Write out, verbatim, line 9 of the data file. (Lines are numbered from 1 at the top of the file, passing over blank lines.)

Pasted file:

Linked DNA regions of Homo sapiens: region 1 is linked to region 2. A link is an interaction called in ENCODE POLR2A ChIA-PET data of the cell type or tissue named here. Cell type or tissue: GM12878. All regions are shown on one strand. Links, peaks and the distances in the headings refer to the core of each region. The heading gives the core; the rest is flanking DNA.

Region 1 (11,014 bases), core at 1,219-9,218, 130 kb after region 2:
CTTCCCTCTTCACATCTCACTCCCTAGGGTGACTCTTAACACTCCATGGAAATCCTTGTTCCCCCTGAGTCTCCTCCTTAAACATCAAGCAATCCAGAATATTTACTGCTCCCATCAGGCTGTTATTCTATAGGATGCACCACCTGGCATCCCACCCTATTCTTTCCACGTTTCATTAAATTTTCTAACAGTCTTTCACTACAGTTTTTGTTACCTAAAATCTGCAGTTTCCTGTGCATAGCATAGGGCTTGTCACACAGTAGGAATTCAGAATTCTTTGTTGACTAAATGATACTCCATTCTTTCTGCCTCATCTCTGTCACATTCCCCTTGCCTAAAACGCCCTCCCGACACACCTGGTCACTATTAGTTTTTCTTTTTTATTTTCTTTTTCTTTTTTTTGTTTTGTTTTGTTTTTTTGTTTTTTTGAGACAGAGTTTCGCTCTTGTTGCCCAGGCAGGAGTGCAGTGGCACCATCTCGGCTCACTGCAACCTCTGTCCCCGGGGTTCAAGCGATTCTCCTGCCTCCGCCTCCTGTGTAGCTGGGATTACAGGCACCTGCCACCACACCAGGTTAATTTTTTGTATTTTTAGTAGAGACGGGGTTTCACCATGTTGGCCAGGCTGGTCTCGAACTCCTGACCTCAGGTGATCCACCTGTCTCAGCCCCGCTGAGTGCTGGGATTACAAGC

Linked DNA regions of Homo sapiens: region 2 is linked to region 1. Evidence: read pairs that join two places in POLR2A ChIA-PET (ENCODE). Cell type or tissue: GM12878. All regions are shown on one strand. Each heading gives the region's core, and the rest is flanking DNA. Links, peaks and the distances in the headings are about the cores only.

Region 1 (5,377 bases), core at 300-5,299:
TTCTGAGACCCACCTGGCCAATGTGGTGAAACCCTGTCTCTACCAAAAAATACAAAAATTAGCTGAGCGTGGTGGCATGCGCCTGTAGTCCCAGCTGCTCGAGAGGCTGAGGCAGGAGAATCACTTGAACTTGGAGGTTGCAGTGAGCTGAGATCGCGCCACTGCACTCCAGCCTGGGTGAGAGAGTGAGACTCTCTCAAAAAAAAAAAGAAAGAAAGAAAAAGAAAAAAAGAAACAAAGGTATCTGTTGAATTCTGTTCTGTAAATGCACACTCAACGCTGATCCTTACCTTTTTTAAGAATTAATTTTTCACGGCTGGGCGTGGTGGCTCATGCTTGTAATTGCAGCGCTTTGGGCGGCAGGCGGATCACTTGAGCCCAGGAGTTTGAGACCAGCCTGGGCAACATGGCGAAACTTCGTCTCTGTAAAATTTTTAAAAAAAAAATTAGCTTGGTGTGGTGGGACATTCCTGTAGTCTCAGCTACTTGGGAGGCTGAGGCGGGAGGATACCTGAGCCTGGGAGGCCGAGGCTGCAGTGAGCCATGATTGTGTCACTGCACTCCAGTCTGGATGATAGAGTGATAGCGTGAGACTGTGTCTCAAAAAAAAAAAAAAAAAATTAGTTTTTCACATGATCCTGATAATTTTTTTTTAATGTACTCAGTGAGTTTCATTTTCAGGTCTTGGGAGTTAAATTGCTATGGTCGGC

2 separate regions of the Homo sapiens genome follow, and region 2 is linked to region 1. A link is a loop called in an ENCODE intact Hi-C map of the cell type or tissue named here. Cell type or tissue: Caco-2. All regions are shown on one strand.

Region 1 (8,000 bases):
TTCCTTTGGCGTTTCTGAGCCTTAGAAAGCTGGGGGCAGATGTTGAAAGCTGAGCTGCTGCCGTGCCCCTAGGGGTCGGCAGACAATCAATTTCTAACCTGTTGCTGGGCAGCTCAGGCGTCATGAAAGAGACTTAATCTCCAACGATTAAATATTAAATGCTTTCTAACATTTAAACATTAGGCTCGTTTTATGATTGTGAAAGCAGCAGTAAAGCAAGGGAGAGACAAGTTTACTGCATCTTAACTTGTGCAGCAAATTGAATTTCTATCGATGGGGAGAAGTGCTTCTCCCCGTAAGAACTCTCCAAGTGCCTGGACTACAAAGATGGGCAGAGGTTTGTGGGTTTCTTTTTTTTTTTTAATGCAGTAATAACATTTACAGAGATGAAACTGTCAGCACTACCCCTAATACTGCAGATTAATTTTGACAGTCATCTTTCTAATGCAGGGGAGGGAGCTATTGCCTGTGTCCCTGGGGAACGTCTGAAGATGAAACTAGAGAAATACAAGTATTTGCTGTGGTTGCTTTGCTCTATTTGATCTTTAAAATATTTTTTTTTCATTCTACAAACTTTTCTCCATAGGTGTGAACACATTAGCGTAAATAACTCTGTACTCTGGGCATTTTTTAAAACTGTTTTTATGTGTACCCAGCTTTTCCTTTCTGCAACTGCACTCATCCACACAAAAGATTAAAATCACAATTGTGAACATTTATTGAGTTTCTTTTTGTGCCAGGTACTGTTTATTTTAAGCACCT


TTCCTTTGGCGTTTCTGAGCCTTAGAAAGCTGGGGGCAGATGTTGAAAGCTGAGCTGCTGCCGTGCCCCTAGGGGTCGGCAGACAATCAATTTCTAACCTGTTGCTGGGCAGCTCAGGCGTCATGAAAGAGACTTAATCTCCAACGATTAAATATTAAATGCTTTCTAACATTTAAACATTAGGCTCGTTTTATGATTGTGAAAGCAGCAGTAAAGCAAGGGAGAGACAAGTTTACTGCATCTTAACTTGTGCAGCAAATTGAATTTCTATCGATGGGGAGAAGTGCTTCTCCCCGTAAGAACTCTCCAAGTGCCTGGACTACAAAGATGGGCAGAGGTTTGTGGGTTTCTTTTTTTTTTTTAATGCAGTAATAACATTTACAGAGATGAAACTGTCAGCACTACCCCTAATACTGCAGATTAATTTTGACAGTCATCTTTCTAATGCAGGGGAGGGAGCTATTGCCTGTGTCCCTGGGGAACGTCTGAAGATGAAACTAGAGAAATACAAGTATTTGCTGTGGTTGCTTTGCTCTATTTGATCTTTAAAATATTTTTTTTTCATTCTACAAACTTTTCTCCATAGGTGTGAACACATTAGCGTAAATAACTCTGTACTCTGGGCATTTTTTAAAACTGTTTTTATGTGTACCCAGCTTTTCCTTTCTGCAACTGCACTCATCCACACAAAAGATTAAAATCACAATTGTGAACATTTATTGAGTTTCTTTTTGTGCCAGGTACTGTTTATTTTAAGCACCT